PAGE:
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Web analytics training

I recently organised a set of web analytics training for my company. We had quite an open budget and a pressing and well defined need, so I was looking forward to rolling out useful and interesting training. Exciting times!

The challenge
The training was going to be delivered to five marketing teams, two content teams and one back end data support team. This post is focused on the marketing audiences, although the process was largely similar for the others. Initially I sat down with the chosen training company to talk through the brief. And here it is:

Who were we training

  • All the attendees were marketers
  • Very few attendees were  used to web analytics reports, they didn’t know the terminology or assumptions and only had seen the GA interface at all

Business objectives

  1. Making money online: classic ecommerce objectives around ROI, volume and revenue
  2. Making money offline: for example specific web forms where completion indicates a certain likelihood of offline income generation and uplift of total revenue
  3. Engagement and satisfaction insight

Some solutions
There were two distinct approaches that we could have taken to meet the training needs of the attendees.

First approach: theory then practice
The selected training providers suggested they start with the big picture theoretical approach and then drill down into specifics. Their delivery format was: their generic overview of web analytics metrics followed by their standard session on the GA interface. Then they’d move on to specific custom reports they’d built.

Second approach: practice then theory – zoom out
Knowing the audience and their objectives, I suggested we started the training with a real business question (e.g. how much money are we making from a recent cross organisational campaign) and then work through that question in the interface, discussing the meaning and assumptions in the metrics as we go along. We’d then zoom out to look more generally at the metrics with our worked example fresh in people’s minds.

Your solution?
Which of these two approaches would/do you prefer?

Which do you think we went with?

How have you approached web analytics training?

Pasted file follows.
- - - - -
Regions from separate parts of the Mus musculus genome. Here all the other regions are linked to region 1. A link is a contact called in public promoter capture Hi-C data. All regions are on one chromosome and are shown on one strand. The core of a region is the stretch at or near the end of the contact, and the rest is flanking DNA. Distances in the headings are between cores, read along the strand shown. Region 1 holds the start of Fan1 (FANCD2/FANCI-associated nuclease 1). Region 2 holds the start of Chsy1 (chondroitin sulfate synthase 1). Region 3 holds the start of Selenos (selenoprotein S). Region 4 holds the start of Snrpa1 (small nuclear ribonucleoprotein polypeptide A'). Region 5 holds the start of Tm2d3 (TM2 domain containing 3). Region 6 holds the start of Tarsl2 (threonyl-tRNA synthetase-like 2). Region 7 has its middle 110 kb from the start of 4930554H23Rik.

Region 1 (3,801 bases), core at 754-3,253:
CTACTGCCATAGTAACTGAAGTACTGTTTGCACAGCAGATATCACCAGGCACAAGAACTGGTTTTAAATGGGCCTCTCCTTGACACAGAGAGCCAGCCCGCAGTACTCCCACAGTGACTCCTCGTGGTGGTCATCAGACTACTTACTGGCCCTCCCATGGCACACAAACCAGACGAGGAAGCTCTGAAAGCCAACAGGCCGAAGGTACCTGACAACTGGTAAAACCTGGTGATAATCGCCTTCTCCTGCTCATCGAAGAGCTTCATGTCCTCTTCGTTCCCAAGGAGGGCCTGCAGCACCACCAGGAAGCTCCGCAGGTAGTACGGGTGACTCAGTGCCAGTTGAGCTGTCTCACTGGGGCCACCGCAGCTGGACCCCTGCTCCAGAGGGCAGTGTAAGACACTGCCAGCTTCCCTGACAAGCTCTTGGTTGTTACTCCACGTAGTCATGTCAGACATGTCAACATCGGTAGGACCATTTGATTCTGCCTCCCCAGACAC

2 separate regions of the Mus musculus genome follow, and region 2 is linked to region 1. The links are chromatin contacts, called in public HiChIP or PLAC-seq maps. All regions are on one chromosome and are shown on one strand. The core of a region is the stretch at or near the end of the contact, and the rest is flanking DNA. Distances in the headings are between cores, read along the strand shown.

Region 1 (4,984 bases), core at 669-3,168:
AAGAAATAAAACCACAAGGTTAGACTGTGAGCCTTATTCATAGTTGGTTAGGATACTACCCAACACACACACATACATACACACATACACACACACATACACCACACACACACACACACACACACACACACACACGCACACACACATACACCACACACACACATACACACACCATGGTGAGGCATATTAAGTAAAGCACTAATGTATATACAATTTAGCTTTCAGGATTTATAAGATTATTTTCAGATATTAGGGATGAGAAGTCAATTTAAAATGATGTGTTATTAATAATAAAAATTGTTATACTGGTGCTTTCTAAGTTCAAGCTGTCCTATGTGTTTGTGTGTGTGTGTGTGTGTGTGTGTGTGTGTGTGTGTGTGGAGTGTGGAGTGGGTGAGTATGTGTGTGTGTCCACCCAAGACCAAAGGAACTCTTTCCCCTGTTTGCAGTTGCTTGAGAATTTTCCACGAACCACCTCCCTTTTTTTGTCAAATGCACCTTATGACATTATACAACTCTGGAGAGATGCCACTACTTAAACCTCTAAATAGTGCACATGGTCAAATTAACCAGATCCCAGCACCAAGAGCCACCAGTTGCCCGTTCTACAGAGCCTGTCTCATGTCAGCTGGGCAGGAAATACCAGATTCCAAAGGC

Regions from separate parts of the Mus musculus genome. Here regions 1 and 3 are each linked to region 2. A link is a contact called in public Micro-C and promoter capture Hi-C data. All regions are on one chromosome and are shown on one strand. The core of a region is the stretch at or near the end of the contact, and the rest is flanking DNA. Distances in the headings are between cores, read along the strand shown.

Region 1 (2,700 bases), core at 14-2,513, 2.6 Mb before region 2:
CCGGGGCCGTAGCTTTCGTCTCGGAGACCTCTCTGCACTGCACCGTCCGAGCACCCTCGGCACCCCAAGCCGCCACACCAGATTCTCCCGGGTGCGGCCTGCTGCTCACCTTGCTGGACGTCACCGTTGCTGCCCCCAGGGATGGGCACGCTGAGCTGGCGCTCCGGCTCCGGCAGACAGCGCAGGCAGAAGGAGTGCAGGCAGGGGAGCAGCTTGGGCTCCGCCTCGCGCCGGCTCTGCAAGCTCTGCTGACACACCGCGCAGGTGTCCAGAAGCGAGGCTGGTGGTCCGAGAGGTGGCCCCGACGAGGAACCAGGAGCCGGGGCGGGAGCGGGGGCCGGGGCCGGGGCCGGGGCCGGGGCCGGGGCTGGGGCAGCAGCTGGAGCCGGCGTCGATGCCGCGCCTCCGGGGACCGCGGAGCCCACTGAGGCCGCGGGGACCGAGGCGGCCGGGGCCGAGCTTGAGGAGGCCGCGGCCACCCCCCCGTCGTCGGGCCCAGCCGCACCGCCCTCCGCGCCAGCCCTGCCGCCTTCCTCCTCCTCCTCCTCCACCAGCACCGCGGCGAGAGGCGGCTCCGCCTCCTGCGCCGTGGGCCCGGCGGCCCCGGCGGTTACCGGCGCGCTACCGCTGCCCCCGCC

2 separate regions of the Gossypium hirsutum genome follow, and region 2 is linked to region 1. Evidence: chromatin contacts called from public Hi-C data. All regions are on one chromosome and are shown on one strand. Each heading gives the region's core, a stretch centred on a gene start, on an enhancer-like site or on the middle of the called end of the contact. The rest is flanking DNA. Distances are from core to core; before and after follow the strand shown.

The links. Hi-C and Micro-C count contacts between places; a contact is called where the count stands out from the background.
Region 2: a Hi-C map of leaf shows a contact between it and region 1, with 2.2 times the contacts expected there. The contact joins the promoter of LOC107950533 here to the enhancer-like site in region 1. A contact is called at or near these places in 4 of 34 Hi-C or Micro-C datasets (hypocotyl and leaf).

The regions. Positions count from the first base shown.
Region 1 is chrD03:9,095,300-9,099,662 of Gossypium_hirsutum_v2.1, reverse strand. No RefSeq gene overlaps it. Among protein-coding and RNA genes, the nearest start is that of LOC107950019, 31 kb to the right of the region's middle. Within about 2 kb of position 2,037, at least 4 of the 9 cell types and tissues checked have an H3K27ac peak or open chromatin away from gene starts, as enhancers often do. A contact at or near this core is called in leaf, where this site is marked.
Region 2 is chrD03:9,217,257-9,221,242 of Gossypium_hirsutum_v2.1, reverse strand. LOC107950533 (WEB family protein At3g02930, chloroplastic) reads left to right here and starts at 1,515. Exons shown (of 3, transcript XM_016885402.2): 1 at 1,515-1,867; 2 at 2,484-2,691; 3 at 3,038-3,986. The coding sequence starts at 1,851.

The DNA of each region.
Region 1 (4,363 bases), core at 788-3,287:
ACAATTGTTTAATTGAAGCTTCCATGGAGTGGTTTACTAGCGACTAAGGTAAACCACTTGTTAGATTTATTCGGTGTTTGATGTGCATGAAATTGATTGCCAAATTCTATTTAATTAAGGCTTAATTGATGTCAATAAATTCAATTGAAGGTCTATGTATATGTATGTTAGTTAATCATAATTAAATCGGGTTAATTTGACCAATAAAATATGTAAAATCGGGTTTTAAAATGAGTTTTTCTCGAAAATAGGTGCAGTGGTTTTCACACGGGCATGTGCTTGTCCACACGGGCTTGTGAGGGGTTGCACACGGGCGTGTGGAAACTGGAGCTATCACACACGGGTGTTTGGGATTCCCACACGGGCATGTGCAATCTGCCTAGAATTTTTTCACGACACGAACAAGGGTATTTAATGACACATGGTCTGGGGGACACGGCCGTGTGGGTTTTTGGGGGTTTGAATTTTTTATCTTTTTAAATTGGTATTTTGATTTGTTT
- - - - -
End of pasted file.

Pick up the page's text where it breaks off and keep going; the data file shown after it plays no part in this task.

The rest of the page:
Share your opinion in the comments below or on the Google Plus post.

Temina Moledina on Google Plus

3 Comments

  1. My preference is for the second as it it means that you dive straight into real life problems using your data.

    It’s the method that we use solely use for Google Analytics training as we’ve found that people are far more engaged with the training as it actually means something to them.

    I hope you went with the second

    Our issue with the first ‘standard’ approach is that it doesn’t really fit the needs of each of the different groups and people tend to switch off when it’s not relevant to them.

    One of the things that you want when you train a team on analytics is the ability to hear from the trainer how they have deployed analytics in other organisations and the lessons they learnt

    • Peter says:

      I actually disagree with Charles, I always take the first approach. I like to have the foundation down first – purpose, issues, caveats, definitions – before showing the web analytics tool. The objective is the same though, need to get the audience engaged from the start. As I start with the purpose of Digital Analytics, I really try and emphasise that it is about intelligence leading to actions. If I get that right, it has the same result.

      Most of my training is through classes – people have to want to go to these sessions. I think the specific example approach would be more necessary for in house training where people are required to attend. Am going to keep in mind for the future and bring it out where relevant.

  2. […] Web analytics training – MeasureCamp London http://www.measurecamp.org/I recently organised a set of web analytics training for my company. We had quite an open budget and a pressing and well defined need, so I was looking forward to rolling out useful and interesting training. Exciting times! […]

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